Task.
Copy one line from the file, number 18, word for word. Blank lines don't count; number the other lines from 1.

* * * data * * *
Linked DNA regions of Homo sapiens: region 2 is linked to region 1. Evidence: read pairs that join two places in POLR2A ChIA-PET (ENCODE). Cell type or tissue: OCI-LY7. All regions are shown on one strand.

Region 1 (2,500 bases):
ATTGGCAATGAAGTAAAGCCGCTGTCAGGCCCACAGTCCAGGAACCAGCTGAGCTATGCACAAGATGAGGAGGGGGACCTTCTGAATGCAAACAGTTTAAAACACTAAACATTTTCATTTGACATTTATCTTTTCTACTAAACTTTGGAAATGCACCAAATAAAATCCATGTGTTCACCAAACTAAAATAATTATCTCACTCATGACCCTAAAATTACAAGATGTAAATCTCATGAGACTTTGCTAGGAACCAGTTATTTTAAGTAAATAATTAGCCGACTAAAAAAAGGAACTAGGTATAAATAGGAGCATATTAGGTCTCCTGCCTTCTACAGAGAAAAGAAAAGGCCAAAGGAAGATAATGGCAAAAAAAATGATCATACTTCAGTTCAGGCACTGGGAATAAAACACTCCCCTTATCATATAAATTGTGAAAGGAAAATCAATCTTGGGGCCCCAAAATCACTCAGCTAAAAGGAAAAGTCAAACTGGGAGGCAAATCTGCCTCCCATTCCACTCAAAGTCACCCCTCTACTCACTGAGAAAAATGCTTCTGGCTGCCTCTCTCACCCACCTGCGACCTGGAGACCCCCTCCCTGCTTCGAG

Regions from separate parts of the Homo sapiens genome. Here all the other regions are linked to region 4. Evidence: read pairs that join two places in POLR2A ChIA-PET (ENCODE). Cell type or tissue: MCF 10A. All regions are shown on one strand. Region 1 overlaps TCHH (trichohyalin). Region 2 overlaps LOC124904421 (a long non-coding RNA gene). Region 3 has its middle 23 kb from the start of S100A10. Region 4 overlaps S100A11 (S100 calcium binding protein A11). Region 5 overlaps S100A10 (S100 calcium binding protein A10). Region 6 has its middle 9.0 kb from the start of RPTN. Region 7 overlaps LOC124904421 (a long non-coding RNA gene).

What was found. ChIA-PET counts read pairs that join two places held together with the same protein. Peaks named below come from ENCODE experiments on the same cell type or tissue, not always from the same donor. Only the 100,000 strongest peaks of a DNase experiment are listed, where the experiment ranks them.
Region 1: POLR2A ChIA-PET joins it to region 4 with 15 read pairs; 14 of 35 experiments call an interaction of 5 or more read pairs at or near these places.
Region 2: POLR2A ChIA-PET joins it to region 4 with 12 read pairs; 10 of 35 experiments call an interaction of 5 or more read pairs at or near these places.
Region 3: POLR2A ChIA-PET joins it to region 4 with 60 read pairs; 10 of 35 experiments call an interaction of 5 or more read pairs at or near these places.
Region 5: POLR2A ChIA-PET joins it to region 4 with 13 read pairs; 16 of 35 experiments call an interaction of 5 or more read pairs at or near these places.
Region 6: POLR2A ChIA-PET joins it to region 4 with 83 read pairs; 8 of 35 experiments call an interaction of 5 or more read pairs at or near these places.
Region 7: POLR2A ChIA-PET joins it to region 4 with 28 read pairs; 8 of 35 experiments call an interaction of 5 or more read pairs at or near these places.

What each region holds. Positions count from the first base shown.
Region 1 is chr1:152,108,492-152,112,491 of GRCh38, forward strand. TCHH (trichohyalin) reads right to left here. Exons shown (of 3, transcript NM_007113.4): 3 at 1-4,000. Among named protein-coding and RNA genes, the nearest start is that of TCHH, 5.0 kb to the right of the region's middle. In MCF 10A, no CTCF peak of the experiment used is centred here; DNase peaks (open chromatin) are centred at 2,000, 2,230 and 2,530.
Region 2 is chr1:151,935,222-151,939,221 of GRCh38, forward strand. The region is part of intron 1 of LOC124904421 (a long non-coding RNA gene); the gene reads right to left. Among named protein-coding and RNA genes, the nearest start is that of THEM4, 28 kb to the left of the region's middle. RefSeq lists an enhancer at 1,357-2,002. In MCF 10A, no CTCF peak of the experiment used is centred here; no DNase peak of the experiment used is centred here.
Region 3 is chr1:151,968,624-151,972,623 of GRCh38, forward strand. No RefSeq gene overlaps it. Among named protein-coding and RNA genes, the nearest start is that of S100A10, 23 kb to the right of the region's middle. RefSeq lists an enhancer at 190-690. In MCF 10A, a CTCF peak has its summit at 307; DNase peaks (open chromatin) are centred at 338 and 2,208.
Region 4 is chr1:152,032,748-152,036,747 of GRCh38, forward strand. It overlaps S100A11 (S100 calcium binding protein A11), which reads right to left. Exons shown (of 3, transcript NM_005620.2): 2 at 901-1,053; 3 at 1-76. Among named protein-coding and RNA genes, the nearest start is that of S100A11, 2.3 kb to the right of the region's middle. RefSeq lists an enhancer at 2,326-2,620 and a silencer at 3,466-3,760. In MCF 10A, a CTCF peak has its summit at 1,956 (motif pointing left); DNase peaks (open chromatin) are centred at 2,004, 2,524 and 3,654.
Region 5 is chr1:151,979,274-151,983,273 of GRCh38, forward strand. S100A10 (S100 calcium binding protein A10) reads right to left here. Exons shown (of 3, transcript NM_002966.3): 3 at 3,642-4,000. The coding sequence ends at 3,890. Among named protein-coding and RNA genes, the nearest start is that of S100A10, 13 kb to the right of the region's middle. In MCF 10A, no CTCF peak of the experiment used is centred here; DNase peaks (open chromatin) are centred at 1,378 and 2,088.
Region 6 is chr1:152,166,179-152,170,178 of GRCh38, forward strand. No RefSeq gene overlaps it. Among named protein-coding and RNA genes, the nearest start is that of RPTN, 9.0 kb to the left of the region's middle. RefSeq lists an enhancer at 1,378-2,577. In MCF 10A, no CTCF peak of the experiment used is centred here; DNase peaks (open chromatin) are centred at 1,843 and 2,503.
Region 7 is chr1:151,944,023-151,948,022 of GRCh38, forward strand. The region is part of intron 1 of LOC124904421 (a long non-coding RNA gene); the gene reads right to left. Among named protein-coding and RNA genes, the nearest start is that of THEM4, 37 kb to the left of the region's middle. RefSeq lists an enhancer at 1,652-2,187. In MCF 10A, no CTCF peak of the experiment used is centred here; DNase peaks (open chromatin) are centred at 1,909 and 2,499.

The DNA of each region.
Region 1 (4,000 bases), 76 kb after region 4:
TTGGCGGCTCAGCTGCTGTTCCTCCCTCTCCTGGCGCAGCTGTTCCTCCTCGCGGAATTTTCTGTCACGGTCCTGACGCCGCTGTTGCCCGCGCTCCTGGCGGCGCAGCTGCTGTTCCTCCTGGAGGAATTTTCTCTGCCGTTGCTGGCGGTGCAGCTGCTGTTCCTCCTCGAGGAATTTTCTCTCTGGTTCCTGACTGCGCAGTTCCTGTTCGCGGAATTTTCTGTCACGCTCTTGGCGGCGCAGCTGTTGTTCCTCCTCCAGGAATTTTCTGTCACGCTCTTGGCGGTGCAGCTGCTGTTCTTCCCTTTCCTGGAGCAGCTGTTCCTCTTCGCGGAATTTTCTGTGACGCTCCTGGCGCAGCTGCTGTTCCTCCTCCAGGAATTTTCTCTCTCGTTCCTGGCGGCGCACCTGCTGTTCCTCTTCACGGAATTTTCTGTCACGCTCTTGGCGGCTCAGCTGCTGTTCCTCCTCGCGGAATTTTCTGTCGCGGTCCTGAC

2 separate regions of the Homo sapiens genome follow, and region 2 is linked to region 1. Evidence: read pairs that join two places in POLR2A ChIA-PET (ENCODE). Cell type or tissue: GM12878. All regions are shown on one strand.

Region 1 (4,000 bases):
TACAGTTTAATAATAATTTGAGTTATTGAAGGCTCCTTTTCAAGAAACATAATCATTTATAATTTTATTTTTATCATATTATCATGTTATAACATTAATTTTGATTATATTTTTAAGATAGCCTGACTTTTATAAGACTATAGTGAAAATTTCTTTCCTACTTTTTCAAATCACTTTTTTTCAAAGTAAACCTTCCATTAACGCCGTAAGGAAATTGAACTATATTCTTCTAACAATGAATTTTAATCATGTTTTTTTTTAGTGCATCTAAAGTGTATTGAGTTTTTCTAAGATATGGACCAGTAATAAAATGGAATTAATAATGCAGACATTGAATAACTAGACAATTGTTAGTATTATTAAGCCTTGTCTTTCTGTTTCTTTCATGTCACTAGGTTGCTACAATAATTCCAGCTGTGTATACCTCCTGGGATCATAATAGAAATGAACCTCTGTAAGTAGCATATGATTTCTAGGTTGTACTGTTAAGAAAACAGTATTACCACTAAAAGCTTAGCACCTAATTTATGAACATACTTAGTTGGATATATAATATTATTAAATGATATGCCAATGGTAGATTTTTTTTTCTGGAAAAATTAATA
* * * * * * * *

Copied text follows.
Region 6 is chr1:152,166,179-152,170,178 of GRCh38, forward strand. No RefSeq gene overlaps it. Among named protein-coding and RNA genes, the nearest start is that of RPTN, 9.0 kb to the left of the region's middle. RefSeq lists an enhancer at 1,378-2,577. In MCF 10A, no CTCF peak of the experiment used is centred here; DNase peaks (open chromatin) are centred at 1,843 and 2,503.